Kokomo Tribune; Kokomo, Indiana

January 9, 2014

A warning of flooding


Kokomo Tribune

---- — Tuesday, we facetiously asked which plague would be visited next upon Kokomo.

We know better than to tempt fate.

Sunday’s 14-odd inches of snow and Monday’s 41-below zero wind chills will give way to temperatures in the mid-30s to low 40s and the likelihood of rain, the National Weather Service predicts.

“We’re talking about a 50-degree swing,” meteorologist Dan McCarthy told The Indianapolis Star this week.

And that severe change in climate will make flooding possible and motorists challenged.

“As that thaws, the ground becomes saturated,” McCarthy told the Star. “A lot of that snow will run off into lakes and rivers. ... There will be flooding on streets because of melting snow.”

With rain atop melting snow, local and state authorities warn motorists to be cautious when driving on flooded roads and highways. Flash floods can come rapidly and unexpectedly.

Indiana State Police offer a few flood safety tips:

• Don’t travel unless absolutely necessary. If you have to travel, carry a cellphone with a car charger.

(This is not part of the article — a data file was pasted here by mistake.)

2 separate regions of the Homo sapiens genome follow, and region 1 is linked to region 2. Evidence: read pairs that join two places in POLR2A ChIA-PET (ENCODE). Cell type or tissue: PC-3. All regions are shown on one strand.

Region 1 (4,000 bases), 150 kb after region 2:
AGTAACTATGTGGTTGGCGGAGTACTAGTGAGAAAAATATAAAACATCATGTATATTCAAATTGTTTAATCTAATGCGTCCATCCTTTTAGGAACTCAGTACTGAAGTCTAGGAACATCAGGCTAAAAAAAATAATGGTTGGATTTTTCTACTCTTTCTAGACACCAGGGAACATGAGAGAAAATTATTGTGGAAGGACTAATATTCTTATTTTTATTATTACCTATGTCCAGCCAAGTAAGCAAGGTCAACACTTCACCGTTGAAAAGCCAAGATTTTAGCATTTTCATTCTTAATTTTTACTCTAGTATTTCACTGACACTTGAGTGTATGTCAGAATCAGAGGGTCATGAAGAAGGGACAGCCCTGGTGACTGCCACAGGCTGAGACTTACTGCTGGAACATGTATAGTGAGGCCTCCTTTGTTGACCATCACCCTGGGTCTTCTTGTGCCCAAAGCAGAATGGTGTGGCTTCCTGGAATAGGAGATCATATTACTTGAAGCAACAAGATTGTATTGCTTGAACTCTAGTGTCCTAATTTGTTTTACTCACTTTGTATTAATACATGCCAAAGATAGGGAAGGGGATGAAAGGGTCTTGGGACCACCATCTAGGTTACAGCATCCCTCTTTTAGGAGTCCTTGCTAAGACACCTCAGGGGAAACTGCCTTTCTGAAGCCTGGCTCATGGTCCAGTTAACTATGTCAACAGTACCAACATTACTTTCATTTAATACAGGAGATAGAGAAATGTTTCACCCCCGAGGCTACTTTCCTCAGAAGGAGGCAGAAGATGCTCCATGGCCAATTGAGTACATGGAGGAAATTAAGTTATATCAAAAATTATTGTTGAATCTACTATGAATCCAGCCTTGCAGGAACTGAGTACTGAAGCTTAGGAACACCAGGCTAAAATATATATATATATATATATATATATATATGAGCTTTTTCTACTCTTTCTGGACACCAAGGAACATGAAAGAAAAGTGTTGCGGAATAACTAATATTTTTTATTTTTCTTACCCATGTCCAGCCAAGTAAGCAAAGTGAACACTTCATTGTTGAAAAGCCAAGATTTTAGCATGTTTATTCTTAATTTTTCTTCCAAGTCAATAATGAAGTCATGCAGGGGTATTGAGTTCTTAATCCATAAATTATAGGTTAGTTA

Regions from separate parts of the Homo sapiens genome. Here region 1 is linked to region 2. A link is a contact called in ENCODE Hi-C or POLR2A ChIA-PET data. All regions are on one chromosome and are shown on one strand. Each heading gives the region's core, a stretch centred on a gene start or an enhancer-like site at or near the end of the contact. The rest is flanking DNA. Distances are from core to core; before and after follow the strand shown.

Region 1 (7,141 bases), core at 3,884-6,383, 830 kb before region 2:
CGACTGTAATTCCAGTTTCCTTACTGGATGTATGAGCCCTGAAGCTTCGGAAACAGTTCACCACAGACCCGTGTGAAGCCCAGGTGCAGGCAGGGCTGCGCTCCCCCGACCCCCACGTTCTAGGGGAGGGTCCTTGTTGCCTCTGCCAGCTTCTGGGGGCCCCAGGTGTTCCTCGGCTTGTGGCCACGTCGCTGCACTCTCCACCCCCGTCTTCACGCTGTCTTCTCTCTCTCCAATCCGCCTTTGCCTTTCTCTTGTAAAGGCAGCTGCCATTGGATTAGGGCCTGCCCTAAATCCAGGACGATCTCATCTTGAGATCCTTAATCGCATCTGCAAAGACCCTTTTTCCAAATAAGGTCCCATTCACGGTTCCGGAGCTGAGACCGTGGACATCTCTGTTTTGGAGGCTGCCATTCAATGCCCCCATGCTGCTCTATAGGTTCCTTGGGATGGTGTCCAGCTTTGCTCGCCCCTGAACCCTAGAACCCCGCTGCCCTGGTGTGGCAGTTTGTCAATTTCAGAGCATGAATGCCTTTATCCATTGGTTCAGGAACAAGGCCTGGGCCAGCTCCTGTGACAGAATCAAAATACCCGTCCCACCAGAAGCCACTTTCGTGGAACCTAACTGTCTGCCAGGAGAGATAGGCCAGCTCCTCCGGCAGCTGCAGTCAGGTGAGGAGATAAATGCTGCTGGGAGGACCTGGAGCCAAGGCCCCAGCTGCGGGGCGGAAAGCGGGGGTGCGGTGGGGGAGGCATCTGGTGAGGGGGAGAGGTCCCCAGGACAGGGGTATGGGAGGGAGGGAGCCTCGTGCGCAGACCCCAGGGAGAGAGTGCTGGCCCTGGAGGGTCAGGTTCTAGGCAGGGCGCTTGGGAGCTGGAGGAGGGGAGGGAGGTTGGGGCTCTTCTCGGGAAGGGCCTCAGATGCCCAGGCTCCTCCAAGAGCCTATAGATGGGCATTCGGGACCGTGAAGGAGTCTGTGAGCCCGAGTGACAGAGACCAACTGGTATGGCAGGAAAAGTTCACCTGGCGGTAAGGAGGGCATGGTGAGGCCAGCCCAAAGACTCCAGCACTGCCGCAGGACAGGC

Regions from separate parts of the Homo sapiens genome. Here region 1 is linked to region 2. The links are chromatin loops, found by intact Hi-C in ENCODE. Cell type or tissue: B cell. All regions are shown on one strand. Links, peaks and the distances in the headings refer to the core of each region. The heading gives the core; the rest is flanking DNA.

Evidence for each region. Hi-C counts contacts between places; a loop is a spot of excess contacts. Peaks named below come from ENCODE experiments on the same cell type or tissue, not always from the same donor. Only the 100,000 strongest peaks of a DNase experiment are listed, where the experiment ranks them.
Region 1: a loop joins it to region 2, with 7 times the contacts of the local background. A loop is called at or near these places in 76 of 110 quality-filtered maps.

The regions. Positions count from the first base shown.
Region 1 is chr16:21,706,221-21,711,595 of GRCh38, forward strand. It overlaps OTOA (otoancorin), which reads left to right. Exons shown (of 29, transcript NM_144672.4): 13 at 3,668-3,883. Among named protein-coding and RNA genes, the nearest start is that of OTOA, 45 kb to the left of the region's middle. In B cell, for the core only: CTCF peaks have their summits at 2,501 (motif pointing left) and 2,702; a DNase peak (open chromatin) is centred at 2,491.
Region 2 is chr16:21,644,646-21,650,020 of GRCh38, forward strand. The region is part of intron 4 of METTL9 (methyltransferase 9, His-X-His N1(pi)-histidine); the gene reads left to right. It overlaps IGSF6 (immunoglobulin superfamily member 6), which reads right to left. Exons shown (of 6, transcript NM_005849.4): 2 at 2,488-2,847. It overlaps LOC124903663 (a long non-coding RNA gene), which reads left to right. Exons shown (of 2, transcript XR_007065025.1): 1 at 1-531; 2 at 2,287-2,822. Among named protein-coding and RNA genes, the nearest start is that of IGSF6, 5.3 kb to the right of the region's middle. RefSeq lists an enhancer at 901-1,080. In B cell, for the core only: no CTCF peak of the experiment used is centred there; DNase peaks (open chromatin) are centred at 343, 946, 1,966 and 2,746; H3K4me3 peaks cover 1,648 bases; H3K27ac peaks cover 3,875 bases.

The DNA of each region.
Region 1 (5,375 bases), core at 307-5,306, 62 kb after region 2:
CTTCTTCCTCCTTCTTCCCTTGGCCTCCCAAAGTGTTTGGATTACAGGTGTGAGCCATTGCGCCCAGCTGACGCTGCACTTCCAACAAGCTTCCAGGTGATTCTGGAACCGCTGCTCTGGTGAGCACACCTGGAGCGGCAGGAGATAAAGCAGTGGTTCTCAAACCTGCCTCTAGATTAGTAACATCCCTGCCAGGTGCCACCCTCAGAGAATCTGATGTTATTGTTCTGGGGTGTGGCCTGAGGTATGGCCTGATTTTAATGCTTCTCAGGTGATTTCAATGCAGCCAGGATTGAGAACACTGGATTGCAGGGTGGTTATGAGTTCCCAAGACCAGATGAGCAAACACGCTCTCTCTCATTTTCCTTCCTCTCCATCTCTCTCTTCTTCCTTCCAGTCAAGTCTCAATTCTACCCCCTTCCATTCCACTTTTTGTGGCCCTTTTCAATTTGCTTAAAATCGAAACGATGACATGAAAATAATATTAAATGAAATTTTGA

• Purchase a weather scanner and heed all flood and flash flood warnings issued by the National Weather Service.

• Do not drive around barricades at water crossings.

• Be especially vigilant at night. Many drowning deaths occur at night when it is difficult to see water crossings.

• Do not cross or enter flowing water. Driving fast through high water on the road is not a solution. Faster speeds create less tire contact with the road surface and increase your chance of crashing.

• Driving through standing water may affect your brakes. Test your brakes at low speeds as soon as you exit the water.

• If you choose to abandon your vehicle, respect the force of the water flow – you may be swept off your feet. After you exit the vehicle, seek higher ground.

• Be aware that road erosion may occur when there is running or standing water.

Remember that 6 inches of water will reach the bottoms of most car doors. One foot of water will float many vehicles, and 2 feet of moving water can carry away most vehicles. If you find yourself stranded in flood waters, remain calm and call 911. If you can do so safely, move to higher ground.